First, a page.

DNR Asks Wastewater Treatment Plants To Test For PFAS Contamination

Agency Wants Treatment Facilities To Test For Levels Of PFOA And PFAS

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The Wisconsin Department of Natural Resources sent a letter Monday asking 125 wastewater treatment plants to test for contamination from per-and polyfluoroalkyl substances known as PFAS. Research has shown a link between the chemicals, thyroid disease, decreased female fertility and other harmful health impacts.

The DNR is asking the state’s 27 largest municipal treatment facilities and those with significant industrial users to voluntarily conduct sampling for the chemicals, according to the agency’s wastewater section chief Jason Knutson.

The state’s largest facilities, which include cities like Milwaukee, Eau Claire and Wausau, are authorized to regulate industries that discharge to their sewers, said Knutson. He added that PFAS is used in a wide variety of industries to make nonstick cookware, packaging and firefighting foam.

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“There is concern with these compounds,” said Knutson. “We’re working within our existing authority to do the best that we can to begin addressing them and continue to build our tools available to do that effectively and protect human health and the environment.”

Knutson said they plan to use results to help plants reduce contamination at the source.

“If the samples come back and they’re above a certain threshold, we would use our tools available at the state level to partner with those municipalities to identify and address any sources of PFOA or PFOS to their sewers,” he said.

PFOA and PFOS are the two most widely studied types of PFAS chemicals. The state is currently developing groundwater and surface water standards for the substances. The Wisconsin Department of Health Services recently recommended a groundwater standard for PFOA and PFOS of 20 parts per trillion.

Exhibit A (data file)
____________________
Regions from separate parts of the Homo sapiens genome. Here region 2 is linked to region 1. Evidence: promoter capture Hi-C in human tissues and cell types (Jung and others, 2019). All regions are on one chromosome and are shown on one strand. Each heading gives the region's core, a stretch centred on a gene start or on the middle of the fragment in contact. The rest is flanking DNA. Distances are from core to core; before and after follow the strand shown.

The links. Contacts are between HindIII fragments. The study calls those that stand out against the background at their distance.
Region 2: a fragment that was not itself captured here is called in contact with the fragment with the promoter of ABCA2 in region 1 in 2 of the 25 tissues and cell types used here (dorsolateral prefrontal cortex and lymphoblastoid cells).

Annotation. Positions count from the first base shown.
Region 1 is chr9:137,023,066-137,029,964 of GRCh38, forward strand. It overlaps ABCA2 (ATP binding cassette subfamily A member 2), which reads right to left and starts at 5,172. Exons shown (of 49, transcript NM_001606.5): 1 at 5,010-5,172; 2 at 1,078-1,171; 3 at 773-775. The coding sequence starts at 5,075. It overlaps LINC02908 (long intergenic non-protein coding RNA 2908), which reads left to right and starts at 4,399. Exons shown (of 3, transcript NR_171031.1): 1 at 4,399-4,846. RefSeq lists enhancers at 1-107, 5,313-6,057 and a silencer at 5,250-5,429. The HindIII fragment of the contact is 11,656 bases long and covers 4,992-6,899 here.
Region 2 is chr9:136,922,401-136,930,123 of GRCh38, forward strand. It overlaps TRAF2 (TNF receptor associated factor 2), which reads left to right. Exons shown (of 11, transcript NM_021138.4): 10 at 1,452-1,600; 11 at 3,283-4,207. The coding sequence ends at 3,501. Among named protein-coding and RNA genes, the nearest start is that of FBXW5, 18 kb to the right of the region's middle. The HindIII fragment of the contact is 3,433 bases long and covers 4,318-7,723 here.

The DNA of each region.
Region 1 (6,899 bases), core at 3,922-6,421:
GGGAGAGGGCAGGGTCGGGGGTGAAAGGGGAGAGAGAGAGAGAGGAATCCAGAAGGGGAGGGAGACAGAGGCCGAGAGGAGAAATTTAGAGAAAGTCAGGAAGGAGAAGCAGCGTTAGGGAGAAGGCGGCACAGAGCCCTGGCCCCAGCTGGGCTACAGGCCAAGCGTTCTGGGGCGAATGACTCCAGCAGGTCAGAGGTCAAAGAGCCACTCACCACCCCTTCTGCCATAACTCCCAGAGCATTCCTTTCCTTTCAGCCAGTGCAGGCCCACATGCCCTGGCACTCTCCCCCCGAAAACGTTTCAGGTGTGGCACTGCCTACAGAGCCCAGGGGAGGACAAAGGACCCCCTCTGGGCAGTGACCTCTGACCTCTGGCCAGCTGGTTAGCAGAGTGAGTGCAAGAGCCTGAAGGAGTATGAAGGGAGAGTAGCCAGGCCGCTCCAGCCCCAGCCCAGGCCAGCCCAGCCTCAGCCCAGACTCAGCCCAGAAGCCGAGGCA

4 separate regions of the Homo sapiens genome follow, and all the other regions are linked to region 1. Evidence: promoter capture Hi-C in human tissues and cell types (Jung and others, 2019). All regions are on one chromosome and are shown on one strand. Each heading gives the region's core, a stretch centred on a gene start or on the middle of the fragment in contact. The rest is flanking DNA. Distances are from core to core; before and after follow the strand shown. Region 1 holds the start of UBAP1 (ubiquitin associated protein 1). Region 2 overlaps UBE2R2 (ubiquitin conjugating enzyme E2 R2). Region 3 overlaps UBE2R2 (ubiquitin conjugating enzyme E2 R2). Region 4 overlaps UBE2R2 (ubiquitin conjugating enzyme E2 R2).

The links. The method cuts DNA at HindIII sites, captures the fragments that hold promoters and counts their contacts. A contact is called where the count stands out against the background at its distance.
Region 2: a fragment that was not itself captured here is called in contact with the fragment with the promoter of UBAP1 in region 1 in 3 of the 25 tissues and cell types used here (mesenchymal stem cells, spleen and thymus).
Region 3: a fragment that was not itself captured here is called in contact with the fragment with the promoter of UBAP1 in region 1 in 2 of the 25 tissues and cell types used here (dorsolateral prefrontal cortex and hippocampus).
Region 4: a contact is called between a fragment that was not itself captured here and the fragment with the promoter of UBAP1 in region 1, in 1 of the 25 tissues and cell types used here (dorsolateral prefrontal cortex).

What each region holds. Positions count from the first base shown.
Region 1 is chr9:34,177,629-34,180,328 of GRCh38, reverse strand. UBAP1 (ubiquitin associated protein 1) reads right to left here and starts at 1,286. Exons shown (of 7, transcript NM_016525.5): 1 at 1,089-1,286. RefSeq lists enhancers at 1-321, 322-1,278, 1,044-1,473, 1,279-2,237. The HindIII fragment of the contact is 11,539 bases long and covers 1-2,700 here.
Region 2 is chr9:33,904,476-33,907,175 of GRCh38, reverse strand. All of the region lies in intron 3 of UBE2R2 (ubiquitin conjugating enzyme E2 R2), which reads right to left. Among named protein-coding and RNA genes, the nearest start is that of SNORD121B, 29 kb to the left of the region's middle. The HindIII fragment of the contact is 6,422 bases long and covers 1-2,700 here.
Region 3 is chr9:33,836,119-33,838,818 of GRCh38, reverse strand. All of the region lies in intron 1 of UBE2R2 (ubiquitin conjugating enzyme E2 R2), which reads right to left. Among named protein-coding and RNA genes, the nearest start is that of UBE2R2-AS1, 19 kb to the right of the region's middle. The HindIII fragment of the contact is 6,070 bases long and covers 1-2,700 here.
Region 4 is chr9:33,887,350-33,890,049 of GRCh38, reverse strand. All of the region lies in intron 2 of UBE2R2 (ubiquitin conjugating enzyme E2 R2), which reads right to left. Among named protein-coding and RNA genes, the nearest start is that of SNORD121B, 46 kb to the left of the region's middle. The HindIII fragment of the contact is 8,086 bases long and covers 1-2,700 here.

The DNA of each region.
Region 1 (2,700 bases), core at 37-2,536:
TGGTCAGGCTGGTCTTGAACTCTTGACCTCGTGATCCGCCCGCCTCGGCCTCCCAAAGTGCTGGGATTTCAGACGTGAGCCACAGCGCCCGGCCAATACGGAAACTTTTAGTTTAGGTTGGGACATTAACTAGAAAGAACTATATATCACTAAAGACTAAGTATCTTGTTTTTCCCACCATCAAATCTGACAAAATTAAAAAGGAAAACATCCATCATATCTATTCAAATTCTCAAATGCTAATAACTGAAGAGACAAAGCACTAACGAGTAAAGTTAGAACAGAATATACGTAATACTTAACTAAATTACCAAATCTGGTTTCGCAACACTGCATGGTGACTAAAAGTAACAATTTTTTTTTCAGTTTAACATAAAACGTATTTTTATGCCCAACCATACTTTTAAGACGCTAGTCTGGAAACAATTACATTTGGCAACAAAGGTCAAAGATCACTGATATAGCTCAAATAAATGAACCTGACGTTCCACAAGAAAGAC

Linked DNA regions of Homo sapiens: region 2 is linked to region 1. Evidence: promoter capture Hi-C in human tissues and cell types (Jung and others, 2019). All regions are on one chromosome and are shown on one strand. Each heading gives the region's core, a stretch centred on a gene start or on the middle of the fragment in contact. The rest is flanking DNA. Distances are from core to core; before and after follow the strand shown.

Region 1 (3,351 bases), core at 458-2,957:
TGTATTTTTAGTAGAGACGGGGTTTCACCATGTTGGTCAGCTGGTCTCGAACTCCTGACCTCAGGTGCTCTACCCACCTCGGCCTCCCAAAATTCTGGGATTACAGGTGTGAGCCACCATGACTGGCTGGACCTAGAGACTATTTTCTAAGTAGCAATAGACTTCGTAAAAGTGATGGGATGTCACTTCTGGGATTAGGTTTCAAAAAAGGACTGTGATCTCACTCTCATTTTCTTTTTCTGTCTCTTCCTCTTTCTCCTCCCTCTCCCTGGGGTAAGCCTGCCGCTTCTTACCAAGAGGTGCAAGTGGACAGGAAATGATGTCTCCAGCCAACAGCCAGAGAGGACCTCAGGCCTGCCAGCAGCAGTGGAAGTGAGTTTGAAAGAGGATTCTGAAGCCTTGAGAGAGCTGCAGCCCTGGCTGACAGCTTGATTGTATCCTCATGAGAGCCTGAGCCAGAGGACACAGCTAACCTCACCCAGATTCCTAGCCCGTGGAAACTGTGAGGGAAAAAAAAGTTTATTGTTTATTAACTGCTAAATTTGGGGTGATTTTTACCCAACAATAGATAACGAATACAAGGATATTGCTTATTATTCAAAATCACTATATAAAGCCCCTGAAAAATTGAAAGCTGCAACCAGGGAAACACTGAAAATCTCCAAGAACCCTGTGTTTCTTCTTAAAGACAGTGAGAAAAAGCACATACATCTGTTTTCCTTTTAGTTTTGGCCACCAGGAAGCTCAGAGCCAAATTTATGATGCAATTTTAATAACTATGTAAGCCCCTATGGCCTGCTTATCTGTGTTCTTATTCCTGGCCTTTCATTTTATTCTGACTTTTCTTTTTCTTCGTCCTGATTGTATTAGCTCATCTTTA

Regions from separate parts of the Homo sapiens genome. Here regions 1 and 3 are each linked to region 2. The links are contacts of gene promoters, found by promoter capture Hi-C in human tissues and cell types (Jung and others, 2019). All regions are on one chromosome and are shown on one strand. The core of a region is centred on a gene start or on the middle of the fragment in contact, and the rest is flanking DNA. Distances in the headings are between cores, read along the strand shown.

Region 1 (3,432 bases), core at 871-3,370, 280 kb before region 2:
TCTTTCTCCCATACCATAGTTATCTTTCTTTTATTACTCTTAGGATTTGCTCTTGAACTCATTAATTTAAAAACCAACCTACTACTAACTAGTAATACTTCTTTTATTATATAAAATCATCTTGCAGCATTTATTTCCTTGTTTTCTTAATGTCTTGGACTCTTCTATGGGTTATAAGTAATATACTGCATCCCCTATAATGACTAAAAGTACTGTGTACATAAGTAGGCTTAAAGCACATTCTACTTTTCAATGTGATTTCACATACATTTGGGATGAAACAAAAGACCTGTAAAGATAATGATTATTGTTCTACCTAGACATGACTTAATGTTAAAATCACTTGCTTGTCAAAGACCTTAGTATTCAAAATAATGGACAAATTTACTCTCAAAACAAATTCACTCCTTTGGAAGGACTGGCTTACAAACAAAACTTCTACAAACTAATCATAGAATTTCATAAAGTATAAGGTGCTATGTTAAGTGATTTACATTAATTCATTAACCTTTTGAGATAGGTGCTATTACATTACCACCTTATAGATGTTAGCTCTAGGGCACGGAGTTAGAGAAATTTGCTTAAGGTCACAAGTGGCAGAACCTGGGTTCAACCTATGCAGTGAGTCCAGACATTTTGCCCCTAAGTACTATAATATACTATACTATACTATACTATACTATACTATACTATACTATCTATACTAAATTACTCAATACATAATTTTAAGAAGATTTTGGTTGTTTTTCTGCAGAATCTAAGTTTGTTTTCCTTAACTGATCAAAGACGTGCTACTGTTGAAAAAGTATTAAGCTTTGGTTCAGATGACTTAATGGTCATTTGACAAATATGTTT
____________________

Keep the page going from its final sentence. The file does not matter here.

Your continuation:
Knutson said they’re asking treatment facilities to voluntarily submit samples in absence of state standards. He said they’d like treatment facilities to submit at least one sample from water flowing in and out of their treatment plants within 90 days.

The DNR said businesses that knowingly or unknowingly discharge the chemicals to wastewater treatment facilities can transfer the chemicals by spreading sludge on farm fields or through runoff to rivers and lakes.

The agency recently asked Johnson Controls International to conduct sampling of farm fields in the Marinette area after the city informed the agency that significant amounts of PFAS were found on biosolids sludge that had been spread on surrounding fields.

The company has been addressing contamination from its Tyco Fire Products fire training center. The agency referred Johnson Controls to the Wisconsin Department of Justice for civil prosecution in June. The DNR has alleged the company failed to promptly notify the agency of any release of chemicals when first discovered in 2013.

Johnson Controls has said they had no indication that chemicals had migrated offsite.

Other sites across the state have found evidence of PFAS contamination, including Truax Field in Madison.